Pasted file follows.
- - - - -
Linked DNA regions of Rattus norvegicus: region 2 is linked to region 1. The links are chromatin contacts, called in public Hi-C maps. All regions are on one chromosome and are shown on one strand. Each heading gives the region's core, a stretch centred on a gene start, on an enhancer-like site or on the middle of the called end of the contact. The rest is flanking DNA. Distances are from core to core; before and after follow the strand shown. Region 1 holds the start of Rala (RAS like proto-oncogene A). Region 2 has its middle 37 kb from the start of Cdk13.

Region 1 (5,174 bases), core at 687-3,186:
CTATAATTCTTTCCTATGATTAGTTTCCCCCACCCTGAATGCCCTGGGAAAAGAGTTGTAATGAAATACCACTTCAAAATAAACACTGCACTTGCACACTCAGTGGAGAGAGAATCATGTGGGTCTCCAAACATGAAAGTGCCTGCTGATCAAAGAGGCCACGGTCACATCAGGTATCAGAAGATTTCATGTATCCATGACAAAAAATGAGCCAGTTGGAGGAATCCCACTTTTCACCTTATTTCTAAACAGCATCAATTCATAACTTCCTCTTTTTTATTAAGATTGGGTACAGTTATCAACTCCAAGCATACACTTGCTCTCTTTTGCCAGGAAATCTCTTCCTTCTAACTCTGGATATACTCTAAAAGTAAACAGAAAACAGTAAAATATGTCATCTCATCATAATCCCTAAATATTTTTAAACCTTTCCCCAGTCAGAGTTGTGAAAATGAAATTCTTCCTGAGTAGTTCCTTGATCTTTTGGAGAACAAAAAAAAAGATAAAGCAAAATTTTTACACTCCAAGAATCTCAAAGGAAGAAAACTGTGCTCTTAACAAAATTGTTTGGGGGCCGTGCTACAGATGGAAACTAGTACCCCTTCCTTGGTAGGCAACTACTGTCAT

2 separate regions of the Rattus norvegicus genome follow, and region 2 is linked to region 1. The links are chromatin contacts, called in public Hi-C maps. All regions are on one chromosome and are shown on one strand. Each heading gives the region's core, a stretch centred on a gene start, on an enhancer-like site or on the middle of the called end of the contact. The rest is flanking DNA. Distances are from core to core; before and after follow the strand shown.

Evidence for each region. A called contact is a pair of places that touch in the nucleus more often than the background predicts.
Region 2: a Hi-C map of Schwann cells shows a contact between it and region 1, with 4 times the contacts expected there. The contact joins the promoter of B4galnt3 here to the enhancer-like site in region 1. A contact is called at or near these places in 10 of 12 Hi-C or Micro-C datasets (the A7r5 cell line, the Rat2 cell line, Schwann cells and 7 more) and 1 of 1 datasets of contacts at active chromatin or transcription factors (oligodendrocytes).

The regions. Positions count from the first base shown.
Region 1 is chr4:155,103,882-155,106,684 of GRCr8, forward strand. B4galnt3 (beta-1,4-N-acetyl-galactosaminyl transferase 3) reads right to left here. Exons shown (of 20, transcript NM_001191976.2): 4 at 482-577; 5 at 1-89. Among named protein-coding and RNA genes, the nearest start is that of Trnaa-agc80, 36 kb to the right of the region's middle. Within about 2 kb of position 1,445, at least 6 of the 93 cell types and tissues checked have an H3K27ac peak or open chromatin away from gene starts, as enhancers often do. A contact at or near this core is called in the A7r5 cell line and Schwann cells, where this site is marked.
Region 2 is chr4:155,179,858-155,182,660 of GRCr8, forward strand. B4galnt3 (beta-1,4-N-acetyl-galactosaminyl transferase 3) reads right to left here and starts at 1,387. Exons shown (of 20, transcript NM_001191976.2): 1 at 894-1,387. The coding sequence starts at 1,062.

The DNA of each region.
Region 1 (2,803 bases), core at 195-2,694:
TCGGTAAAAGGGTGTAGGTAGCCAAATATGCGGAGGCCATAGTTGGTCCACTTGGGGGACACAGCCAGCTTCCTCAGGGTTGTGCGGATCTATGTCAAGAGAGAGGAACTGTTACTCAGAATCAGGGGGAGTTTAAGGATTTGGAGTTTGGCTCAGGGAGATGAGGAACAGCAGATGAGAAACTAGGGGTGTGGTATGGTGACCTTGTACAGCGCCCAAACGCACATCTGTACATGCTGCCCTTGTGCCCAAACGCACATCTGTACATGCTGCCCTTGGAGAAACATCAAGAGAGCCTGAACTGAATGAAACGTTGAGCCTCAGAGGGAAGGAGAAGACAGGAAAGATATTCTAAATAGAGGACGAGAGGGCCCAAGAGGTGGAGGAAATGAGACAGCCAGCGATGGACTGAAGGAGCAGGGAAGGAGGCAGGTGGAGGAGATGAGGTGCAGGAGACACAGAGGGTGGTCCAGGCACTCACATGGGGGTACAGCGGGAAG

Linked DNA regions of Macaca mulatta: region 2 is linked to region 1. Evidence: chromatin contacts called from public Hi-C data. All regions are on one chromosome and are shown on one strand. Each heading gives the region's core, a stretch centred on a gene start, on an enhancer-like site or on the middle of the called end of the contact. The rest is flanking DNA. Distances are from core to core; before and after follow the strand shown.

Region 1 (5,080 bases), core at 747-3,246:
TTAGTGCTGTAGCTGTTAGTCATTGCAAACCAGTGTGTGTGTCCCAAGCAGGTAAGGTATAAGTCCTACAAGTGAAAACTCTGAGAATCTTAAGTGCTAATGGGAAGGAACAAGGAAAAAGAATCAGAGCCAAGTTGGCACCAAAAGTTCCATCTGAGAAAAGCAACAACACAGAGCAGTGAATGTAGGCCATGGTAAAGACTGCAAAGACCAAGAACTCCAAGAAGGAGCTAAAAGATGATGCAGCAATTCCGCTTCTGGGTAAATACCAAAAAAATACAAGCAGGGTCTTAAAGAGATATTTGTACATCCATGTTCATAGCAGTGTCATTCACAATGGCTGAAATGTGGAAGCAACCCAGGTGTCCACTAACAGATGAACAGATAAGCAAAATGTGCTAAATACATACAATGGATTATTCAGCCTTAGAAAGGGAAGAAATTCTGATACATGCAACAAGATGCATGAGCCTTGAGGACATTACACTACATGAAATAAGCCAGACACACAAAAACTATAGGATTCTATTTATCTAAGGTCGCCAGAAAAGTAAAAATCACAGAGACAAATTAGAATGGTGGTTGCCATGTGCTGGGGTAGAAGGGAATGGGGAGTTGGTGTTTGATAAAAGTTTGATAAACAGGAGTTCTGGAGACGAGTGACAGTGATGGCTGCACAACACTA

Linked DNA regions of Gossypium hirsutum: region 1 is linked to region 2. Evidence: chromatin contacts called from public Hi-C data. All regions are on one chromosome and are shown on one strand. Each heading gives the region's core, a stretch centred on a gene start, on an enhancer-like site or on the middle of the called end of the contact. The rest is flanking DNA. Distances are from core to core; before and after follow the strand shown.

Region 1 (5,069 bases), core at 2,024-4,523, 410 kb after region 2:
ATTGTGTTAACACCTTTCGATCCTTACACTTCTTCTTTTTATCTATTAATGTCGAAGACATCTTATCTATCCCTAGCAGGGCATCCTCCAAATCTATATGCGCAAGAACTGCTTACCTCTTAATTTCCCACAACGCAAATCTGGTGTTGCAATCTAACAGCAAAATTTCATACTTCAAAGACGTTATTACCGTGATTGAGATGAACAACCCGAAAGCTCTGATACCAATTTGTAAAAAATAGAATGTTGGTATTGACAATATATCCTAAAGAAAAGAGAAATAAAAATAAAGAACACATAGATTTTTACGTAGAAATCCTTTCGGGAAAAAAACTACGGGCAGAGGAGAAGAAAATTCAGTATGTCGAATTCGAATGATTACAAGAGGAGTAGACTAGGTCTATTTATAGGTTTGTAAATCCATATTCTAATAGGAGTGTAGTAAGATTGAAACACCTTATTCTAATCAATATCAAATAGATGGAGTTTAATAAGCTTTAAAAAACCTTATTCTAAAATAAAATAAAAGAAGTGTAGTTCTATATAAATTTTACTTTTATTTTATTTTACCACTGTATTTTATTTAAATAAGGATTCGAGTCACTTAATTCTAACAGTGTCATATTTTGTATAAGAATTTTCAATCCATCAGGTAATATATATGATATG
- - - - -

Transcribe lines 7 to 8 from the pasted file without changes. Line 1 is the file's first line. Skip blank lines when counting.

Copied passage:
The regions. Positions count from the first base shown.
Region 1 is chr4:155,103,882-155,106,684 of GRCr8, forward strand. B4galnt3 (beta-1,4-N-acetyl-galactosaminyl transferase 3) reads right to left here. Exons shown (of 20, transcript NM_001191976.2): 4 at 482-577; 5 at 1-89. Among named protein-coding and RNA genes, the nearest start is that of Trnaa-agc80, 36 kb to the right of the region's middle. Within about 2 kb of position 1,445, at least 6 of the 93 cell types and tissues checked have an H3K27ac peak or open chromatin away from gene starts, as enhancers often do. A contact at or near this core is called in the A7r5 cell line and Schwann cells, where this site is marked.